Investing should be easy – just buy low and sell high – but most of us have trouble following that simple advice. There are principles and strategies that may enable you to put together an investment portfolio that reflects your risk tolerance, time horizon, and goals. Understanding these principles and strategies can help you avoid some of the pitfalls that snare some investors.
Pundits say a lot of things about the markets. Let's see if you can keep up.
Getting what you want out of your money may require the right game plan.
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The S&P 500 represents a large portion of the value of the U.S. equity market, it may be worth understanding.
For some, the social impact of investing is just as important as the return, perhaps more important.
Are you a thrill seeker, or content to relax in the backyard? Use this flowchart to find out more about your risk tolerance.
Understanding the economy's cycles can help put current business conditions in better perspective.
Earnings season can move markets. What is it and why is it important?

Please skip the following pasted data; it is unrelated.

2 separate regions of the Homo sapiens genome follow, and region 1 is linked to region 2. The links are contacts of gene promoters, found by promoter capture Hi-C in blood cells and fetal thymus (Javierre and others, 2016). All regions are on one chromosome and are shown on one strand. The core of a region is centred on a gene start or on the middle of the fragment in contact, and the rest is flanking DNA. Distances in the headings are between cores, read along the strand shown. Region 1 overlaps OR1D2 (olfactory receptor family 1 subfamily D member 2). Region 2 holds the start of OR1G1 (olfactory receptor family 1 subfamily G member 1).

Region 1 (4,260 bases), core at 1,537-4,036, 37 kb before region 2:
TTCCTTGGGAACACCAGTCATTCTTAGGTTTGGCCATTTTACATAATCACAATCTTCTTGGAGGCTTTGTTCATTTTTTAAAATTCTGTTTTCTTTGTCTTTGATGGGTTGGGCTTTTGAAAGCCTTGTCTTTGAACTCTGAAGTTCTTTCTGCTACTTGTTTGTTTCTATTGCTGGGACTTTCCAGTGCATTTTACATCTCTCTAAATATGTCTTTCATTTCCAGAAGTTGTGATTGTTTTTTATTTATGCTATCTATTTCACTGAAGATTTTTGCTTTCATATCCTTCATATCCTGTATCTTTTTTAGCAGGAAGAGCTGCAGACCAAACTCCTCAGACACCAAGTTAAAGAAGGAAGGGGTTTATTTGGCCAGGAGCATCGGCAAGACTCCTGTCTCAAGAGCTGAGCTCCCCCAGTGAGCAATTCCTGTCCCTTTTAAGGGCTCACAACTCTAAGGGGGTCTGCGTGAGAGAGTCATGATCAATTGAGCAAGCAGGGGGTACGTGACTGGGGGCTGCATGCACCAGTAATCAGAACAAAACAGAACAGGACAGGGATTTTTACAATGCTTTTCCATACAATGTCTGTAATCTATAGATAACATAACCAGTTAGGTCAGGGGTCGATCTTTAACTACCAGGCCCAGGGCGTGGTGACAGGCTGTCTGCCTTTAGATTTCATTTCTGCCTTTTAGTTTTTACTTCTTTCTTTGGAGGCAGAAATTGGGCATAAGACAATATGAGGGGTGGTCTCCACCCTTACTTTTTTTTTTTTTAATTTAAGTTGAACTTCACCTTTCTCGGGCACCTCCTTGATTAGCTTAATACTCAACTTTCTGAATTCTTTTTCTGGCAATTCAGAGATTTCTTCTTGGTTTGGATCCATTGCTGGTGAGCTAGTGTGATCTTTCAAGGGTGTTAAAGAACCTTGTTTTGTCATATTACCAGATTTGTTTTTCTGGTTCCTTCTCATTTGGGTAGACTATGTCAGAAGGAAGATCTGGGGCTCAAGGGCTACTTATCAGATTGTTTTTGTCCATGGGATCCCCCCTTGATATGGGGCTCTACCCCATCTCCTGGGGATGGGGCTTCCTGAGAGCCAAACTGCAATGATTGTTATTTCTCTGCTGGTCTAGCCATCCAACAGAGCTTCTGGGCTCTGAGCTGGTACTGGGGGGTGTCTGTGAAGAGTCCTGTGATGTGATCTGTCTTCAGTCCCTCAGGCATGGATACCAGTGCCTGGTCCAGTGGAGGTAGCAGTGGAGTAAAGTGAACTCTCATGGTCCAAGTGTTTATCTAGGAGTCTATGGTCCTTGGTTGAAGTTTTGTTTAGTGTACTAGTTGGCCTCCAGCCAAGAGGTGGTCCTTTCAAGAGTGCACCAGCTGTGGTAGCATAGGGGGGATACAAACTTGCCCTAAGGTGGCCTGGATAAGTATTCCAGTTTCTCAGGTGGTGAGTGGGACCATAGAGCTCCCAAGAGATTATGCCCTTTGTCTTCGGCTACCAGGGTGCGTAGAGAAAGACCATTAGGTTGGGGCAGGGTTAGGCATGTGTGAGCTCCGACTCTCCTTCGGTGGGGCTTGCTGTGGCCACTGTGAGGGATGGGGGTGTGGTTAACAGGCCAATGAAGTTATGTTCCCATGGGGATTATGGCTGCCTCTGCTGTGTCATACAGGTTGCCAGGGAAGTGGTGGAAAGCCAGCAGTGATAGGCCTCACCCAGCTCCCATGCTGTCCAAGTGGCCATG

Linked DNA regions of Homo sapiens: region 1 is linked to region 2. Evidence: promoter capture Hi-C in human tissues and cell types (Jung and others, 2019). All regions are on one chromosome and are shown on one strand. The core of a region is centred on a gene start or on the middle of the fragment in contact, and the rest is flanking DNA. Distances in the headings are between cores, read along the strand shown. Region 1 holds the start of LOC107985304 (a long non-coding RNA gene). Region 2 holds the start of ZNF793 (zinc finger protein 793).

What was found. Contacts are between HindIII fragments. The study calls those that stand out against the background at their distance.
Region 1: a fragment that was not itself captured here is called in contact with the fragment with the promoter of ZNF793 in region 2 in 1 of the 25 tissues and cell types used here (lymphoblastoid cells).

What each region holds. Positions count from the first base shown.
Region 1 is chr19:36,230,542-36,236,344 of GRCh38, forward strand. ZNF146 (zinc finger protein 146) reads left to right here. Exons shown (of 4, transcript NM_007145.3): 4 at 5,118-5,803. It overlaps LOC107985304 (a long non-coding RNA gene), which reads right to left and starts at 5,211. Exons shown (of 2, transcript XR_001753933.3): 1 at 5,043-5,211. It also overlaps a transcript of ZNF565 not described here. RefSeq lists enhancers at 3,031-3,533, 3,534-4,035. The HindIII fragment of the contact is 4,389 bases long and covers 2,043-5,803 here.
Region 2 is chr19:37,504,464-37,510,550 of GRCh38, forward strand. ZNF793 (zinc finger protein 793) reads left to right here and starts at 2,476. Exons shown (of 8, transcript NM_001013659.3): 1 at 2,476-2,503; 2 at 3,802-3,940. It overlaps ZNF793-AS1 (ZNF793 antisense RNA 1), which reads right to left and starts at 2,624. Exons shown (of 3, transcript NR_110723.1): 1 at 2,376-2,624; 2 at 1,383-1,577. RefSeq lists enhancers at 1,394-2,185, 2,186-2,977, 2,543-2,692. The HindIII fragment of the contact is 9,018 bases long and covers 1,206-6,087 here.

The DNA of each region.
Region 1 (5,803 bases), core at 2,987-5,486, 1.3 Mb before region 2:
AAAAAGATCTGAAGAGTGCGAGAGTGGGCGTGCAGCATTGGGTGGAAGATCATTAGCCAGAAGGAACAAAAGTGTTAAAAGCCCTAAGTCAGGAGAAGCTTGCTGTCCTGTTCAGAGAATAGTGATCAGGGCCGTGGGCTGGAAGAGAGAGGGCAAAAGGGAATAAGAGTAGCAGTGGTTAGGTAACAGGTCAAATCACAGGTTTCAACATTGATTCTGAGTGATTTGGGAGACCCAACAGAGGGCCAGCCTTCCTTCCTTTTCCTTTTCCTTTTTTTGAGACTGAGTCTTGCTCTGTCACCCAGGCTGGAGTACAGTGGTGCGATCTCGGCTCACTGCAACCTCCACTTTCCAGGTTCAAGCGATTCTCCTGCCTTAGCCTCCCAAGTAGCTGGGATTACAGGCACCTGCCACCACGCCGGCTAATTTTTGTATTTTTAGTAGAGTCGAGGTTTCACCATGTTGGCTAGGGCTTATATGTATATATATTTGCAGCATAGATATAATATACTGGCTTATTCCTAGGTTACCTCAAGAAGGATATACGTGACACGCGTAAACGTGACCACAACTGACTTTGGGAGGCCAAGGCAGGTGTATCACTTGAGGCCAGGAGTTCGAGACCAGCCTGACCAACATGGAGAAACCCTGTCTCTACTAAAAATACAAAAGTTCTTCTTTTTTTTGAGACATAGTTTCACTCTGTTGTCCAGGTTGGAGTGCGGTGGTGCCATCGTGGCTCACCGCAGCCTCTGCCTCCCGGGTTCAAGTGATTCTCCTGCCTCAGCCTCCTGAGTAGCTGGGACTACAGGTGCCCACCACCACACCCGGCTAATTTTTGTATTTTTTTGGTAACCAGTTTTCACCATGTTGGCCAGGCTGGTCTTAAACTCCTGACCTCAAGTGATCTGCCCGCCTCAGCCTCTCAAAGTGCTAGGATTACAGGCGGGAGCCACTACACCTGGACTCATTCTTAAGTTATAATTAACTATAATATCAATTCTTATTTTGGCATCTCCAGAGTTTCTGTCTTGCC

This worksheet can help you estimate the costs of a four-year college program.
Use this calculator to better see the potential impact of compound interest on an asset.
This questionnaire will help determine your tolerance for investment risk.
This calculator can help you estimate how much you should be saving for college.
There are some smart strategies that may help you pursue your investment objectives
There are some key concepts to understand when investing for retirement
Principles that can help create a portfolio designed to pursue investment goals.
All about how missing the best market days (or the worst!) might affect your portfolio.
Here is a quick history of the Federal Reserve and an overview of what it does.
It's easy to let investments accumulate like old receipts in a junk drawer.
How do the markets usually react to elections? Was the 2016 election any different?
Agent Jane Bond is on the case, uncovering the mystery of bond laddering.
Agent Jane Bond is on the case, cracking the code on bonds.